where i represents each firm and t represents each year. Leverage represents either the overall book leverage, long-term book leverage, or short-term book leverage. The market leverage ratio was not included because, before 2007, a significant portion of Chinese listed firms’ shares were non-tradable. The independent variables were as shown in Table A1. α i is unobservable time-invariant firm-specific effects. This term characterizes panel regression models and absorbs the firm-level heterogeneity that would otherwise cause estimation biases, particularly the endogeneity bias. The Hausman test examines whether α i is correlated with the independent variables. When correlated, the random effect model is inconsistent and thus the fixed effect model is appropriate, as the latter is always consistent. When uncorrelated, the random effect model is also consistent and can be used, as it is more efficient.
The government owns the majority of commercial banks and state-owned businesses, which is the distinct characteristic of the Chinese economic system. Because of their political ties, state-owned businesses are often afforded first priority in receiving commercial bank loans. At the same time, bank loan issuance is less sensitive to default risk for SOEs, due to implicit government backup. To test Hypothesis 2, an interaction term between the WUI China and firm ownership was added into the regression model as follows:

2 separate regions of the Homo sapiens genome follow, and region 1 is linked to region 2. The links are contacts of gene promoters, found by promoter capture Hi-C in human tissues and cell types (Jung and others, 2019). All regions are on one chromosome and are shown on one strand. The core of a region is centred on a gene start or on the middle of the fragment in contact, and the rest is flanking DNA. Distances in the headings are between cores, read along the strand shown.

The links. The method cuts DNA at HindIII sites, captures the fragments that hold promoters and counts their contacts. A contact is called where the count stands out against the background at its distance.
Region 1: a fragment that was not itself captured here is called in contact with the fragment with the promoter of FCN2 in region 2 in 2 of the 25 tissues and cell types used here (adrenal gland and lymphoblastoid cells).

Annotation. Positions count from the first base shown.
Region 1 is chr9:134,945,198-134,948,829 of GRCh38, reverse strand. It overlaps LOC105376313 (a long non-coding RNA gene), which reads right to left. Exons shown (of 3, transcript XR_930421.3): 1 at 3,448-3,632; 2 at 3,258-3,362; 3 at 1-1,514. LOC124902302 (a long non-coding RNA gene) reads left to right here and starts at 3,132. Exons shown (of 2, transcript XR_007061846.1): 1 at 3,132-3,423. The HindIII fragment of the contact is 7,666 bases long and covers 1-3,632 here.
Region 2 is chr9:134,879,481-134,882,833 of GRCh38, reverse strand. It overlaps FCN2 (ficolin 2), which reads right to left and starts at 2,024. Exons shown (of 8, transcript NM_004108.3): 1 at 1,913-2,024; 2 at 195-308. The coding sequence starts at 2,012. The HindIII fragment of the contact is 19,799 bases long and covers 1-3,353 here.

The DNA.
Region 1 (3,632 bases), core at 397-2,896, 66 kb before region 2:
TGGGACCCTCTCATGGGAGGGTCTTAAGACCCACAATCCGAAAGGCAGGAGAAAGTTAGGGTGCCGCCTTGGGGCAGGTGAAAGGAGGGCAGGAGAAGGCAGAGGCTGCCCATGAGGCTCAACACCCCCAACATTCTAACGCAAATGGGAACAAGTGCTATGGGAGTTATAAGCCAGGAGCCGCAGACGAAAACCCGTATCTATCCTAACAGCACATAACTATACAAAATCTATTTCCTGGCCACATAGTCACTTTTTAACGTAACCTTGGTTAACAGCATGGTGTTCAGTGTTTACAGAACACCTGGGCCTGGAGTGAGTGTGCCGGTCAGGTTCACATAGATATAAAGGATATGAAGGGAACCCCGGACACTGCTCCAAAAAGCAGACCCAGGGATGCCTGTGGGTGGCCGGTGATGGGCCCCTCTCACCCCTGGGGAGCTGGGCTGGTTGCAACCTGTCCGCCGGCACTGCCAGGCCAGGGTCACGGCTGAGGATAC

Leverage it = α i + β 1 WUI _ China t + β 2 SOEs _ Dum it + β 3 SOEs _ Dum it × WUI _ China t + β 4 TA _ GDP _ US t + β 5 SOEs _ Dum it × TA _ GDP _ US t + β 6 Fiscal _ China t + β 7 SOEs _ Dum it × Fiscal _ China t + β 8 EPU _ UK t + β 9 SOEs _ Dum it × EPU _ UK t + β 10 EPU _ Brazil t + β 11 SOEs _ Dum it × EPU _ Brazil t + β 12 ST _ Dum it + j β j X ijt + ε it
As an alternative to the WUI-based specification, models with three dummies representing the major economic crises were utilized. The impacts of the three events—which symbolize high economic uncertainty periods—on firm leverage was examined using the following specification:
Leverage it = α i + β 1 Crisis _ Dum t + β 2 TW _ Dum t + β 3 Covid _ Dum t + β 4 SOE _ Dum it + β 5 TA _ GDP _ US t + β 6 Fiscal _ China t + β 7 EPU _ UK t + β 8 EPU _ Brazil t + β 9 ST _ Dum it + j β j X ijt + ε it
where Crisis_Dumt TW_Dumt and COVID_Dumt are the dummy variables for the respective periods of high economic uncertainty.
In addition, to test the expected lower impact of uncertainty on state-owned firms, interaction terms of state ownership with the three events dummies were included as follows:
Leverage it = α i + β 1 SOEs _ Crisis _ Dum it + β 2 SOEs _ TW _ Dum it + β 3 SOEs _ COVID _ Dum it + β 4 SOEs _ Dum it + β 5 TA _ GDP _ US t + β 6 SOEs _ Dum it × TA _ GDP _ US t + β 7 Fiscal _ China t + β 8 SOEs _ Dum it × Fiscal _ China t + β 9 EPU _ UK t + β 10 SOEs _ Dum it × EPU _ UK t + β 11 EPU _ Brazil t + β 12 SOEs _ Dum it × EPU _ Brazil t + β 13 ST _ Dum it + j β j X ijt + ε it
Furthermore, while the inclusion of fixed effects lessens endogeneity bias arising from time-invariant, firm-specific unobservable variables, other sources of endogeneity remain. The robustness check uses the panel instrumental variable (IV) method (Wooldridge 2005), where distance to default, as per the Merton model, was added as an IV for correct for possible endogeneity in firm return. The diagnostic F statistic was greater than 10 in all models, indicating the relevance of the instrument. The calculation of distance to default is shown in Table A1.

5. Results and Discussion

5.1. Descriptive Statistics